The Japan Prize is awarded to people whose original achievements in science and technology are recognized as having advanced the frontiers of knowledge and served the cause of peace and prosperity for mankind. Each laureate receives a certificate of merit, a commemorative medal and a cash award of 50 million yen (US$468,000) in each prize category.
The Japan Prize "should reveal a history showing both scientific and technological progress and the resultant history of peace and prosperity," says Hiroyuki Yoshikawa, chairman of the Science and Technology Foundation, a non-profit foundation affiliated to the Cabinet Office, the Foreign Ministry and the Ministry of Education, Culture, Sports, Science and Technology. The foundation has awarded the prize to 63 recipients in the last 23 years.
Each year, two categories are designated for the awards. This year's awards were selected from the categories of information and communication theory and technology and medical genomics and genetics.
Already known as "fathers of the Internet," Dr. Vinton Gray Cerf, vice president and chief Internet evangelist for Google Inc., and Dr. Robert Elliot Kahn, chairman of the Corporation for National Research Initiatives, received an award for the creation of network architecture and communication protocol for the Internet.
In the course of their efforts, they proposed the concept of open architecture as a way to meet the need to connect diverse devices to a network. Also in order to realize this concept, they created the TCP/IP protocol used in today's Internet, presenting it in a co-authored paper published in 1974 in a leading technical journal. Based on the results of their early research, they jointly developed the Internet's communications protocol.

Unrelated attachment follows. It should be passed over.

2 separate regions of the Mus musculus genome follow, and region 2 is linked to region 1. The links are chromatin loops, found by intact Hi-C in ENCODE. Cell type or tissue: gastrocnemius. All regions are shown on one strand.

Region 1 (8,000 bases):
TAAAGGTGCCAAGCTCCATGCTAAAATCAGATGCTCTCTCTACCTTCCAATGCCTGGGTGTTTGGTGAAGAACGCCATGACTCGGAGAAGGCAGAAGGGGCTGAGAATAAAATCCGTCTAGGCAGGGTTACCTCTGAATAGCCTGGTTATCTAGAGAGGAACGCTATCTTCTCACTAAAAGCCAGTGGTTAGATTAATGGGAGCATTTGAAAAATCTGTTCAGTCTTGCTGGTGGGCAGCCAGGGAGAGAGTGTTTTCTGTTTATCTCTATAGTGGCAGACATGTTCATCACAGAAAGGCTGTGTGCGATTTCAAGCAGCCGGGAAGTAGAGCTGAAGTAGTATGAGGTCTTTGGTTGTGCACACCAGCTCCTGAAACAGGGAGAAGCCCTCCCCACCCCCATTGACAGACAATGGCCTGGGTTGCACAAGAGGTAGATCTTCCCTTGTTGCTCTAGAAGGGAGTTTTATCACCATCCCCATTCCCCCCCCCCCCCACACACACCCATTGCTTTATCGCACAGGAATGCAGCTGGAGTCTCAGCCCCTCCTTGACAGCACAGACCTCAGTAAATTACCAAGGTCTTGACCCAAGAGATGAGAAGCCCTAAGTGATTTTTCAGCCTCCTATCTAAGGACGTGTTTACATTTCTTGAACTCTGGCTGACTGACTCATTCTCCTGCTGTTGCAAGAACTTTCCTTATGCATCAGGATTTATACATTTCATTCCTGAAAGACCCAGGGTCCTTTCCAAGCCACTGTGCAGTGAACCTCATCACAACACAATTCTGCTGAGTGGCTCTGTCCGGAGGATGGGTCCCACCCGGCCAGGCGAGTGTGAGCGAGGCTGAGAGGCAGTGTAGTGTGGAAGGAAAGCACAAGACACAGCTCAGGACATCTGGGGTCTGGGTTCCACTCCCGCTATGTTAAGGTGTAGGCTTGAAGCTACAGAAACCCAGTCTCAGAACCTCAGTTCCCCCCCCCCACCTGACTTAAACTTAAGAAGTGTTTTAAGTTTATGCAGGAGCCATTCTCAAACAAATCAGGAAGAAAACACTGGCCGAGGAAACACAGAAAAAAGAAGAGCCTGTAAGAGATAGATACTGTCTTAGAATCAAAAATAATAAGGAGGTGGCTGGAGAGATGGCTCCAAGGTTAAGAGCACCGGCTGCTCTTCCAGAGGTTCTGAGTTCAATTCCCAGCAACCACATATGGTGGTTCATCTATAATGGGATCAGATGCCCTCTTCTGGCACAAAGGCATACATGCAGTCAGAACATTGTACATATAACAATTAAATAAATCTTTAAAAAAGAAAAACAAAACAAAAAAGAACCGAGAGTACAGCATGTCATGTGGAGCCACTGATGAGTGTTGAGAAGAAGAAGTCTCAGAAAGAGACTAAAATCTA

The foundation said that thanks to their work, a social network, unprecedented in human history, had come into being, people's living space had been enormously enlarged, and the most important foundation for sustaining globalization had been laid. Thus, these two pioneers played a decisive role in the evolution and advancement of modern culture and society.
Another laureate, Dr. Victor A. McKusick, also respected as the father of human genetics, received his award for the establishment of medical genetics and contributions to its development.
With the completion of the human genome project, we have come to understand almost all of the genetic information contained in DNA, which is encoded in a series of letters. However, we are still some way from fully identifying those parts which are related to the treatment of diseases.
The foundation commended McKusick for spending over half a century compiling knowledge on genetics, and advocating the importance of the formulation of a genomic map for genetic disorders. Today, researchers and clinicians around the world are sharing the fruits of McKusick's labors, which have become indispensable to the world of genetic medicine.